Virginia Woolf Summary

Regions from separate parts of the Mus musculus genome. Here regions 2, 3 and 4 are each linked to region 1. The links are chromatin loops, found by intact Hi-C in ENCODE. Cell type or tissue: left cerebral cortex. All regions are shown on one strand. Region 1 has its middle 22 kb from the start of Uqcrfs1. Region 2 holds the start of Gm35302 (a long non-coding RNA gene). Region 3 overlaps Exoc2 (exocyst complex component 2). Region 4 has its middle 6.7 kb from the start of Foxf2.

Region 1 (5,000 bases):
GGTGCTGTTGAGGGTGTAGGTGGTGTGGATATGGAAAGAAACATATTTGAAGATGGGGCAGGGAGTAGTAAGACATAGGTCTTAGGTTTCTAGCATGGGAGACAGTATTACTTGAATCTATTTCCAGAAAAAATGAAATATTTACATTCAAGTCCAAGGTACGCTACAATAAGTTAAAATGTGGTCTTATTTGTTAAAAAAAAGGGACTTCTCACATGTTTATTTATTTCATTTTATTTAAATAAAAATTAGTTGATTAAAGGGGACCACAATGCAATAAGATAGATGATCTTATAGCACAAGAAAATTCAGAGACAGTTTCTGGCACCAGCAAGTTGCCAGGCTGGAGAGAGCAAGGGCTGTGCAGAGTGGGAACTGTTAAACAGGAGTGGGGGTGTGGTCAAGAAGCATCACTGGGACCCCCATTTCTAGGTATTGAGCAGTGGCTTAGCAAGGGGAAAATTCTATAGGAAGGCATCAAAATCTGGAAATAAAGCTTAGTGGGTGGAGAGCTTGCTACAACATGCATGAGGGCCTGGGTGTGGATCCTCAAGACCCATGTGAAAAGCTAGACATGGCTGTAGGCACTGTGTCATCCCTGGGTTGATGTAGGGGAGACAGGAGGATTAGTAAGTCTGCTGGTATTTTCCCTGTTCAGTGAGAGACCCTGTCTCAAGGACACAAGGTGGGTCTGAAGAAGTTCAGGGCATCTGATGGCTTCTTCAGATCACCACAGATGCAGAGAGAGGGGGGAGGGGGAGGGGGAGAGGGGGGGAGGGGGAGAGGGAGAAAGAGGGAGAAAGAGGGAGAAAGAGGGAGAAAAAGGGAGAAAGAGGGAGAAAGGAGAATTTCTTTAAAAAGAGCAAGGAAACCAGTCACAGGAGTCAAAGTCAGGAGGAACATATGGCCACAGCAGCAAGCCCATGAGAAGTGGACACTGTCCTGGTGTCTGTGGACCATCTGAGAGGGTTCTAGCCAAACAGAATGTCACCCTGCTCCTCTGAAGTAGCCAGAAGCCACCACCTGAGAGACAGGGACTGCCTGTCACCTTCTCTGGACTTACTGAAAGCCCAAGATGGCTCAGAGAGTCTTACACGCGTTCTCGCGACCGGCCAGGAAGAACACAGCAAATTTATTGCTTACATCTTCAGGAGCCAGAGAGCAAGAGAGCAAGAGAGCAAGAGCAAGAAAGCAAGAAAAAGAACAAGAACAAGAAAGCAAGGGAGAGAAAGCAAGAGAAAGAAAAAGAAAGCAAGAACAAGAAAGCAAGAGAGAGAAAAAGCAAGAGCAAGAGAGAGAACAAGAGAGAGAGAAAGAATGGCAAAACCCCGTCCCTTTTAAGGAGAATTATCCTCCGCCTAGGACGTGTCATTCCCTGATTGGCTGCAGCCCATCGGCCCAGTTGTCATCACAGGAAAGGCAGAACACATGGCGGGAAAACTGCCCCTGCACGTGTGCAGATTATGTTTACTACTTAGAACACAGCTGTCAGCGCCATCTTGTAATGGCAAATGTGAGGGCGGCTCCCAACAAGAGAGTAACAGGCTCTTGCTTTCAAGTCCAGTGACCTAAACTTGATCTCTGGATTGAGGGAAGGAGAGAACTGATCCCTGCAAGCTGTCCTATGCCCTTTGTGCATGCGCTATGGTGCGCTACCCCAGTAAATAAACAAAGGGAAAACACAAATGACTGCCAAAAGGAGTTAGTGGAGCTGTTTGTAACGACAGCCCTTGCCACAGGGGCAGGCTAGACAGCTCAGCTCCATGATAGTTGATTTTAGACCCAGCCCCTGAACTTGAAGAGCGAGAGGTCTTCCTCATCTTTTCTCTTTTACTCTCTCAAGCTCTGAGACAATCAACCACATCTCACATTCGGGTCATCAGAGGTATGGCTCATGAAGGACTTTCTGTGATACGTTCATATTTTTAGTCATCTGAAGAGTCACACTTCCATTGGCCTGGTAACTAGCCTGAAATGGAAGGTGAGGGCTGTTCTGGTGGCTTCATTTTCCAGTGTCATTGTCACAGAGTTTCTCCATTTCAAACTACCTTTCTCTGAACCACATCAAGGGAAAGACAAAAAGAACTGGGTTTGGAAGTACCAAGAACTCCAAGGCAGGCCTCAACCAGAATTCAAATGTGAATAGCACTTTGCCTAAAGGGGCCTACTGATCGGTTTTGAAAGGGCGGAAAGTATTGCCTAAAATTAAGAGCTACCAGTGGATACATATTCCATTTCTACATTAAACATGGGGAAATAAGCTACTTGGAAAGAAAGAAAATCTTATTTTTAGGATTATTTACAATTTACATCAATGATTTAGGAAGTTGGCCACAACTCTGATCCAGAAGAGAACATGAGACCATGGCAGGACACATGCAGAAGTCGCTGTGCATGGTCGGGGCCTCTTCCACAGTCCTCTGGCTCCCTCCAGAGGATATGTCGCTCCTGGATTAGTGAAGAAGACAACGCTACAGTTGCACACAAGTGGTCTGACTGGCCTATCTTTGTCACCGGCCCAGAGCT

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The speech given by Virginia Woolf to a branch of the National Society for Women’s service on January 21, 1931 illustrating what a female writer must go through in order to be successful. Instead of standing before the women and explaining how difficult her journey was, she downplays her experiences and does so in order to convince the women how easy her profession of writing has been. By doing this, she creates a gap between herself and the audience, one that requires the audience to be open-minded and to look at women’s jobs through a different lense. Throughout the essay, she widens the gap, but then closes the gap in order to create common ground with the audience that will help her audience better relate to her ideas. Woolf opens her speech by completely coming out and describing how easy her job of being a journalist/writer is; this is the first step of her widening the gap between the audience and herself. Most authors try to create common ground with their audiences, but Woolf does the opposite. She does this in order to show her unique and unlikely background as a woman trying to find work. It creates a shock for the audience and lures them into what she has to say. The majority of the audience most likely believes that it was very tough for her and that she had to face a lot of adversity, but she crushed this idea by explaining how the “road was cut many years ago” and “there were very few material obstacles in my way.” She gives credit to the writers before her
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